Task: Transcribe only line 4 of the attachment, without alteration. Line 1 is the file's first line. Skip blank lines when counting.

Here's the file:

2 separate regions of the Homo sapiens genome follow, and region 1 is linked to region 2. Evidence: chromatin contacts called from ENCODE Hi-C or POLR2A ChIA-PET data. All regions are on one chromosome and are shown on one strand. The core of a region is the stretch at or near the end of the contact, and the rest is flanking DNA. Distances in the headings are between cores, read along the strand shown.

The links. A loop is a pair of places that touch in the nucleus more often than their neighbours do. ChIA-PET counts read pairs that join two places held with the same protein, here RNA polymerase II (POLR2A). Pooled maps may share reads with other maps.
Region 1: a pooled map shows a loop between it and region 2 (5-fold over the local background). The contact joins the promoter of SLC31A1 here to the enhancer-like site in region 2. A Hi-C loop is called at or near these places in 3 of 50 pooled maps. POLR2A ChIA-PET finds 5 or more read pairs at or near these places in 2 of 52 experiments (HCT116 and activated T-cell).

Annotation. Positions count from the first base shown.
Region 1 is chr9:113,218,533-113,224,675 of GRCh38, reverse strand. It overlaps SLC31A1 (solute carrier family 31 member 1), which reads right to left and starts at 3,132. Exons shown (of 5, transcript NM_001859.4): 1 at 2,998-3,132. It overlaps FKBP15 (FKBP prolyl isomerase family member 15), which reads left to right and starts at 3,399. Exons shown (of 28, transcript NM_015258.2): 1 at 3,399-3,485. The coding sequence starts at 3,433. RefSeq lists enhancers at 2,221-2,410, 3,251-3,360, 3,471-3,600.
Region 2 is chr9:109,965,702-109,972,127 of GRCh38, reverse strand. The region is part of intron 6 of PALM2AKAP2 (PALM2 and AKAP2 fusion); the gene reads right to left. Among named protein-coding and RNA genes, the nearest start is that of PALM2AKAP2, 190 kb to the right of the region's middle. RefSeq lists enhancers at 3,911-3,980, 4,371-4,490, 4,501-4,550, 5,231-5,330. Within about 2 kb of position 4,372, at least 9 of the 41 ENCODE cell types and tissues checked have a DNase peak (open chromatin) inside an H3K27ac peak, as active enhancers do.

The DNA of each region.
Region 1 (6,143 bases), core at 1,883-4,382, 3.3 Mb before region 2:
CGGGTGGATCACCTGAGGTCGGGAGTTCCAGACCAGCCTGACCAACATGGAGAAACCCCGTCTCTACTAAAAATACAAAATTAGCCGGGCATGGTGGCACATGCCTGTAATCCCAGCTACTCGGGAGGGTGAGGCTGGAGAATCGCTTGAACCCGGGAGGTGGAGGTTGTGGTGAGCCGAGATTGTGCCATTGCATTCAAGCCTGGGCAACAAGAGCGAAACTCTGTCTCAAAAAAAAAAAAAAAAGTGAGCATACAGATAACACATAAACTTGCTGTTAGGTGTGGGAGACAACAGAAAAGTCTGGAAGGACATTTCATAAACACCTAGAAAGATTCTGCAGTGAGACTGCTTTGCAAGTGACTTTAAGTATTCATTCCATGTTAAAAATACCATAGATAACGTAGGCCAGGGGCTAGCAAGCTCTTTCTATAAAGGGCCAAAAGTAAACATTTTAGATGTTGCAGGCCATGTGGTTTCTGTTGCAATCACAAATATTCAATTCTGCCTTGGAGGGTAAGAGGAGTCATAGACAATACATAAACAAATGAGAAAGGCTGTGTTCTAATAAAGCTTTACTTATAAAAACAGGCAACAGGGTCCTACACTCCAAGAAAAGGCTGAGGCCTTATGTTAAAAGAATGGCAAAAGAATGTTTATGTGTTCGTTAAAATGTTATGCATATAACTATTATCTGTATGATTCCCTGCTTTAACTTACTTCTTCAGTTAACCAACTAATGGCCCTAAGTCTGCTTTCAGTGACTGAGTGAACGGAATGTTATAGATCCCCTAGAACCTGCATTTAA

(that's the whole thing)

Annotation. Positions count from the first base shown.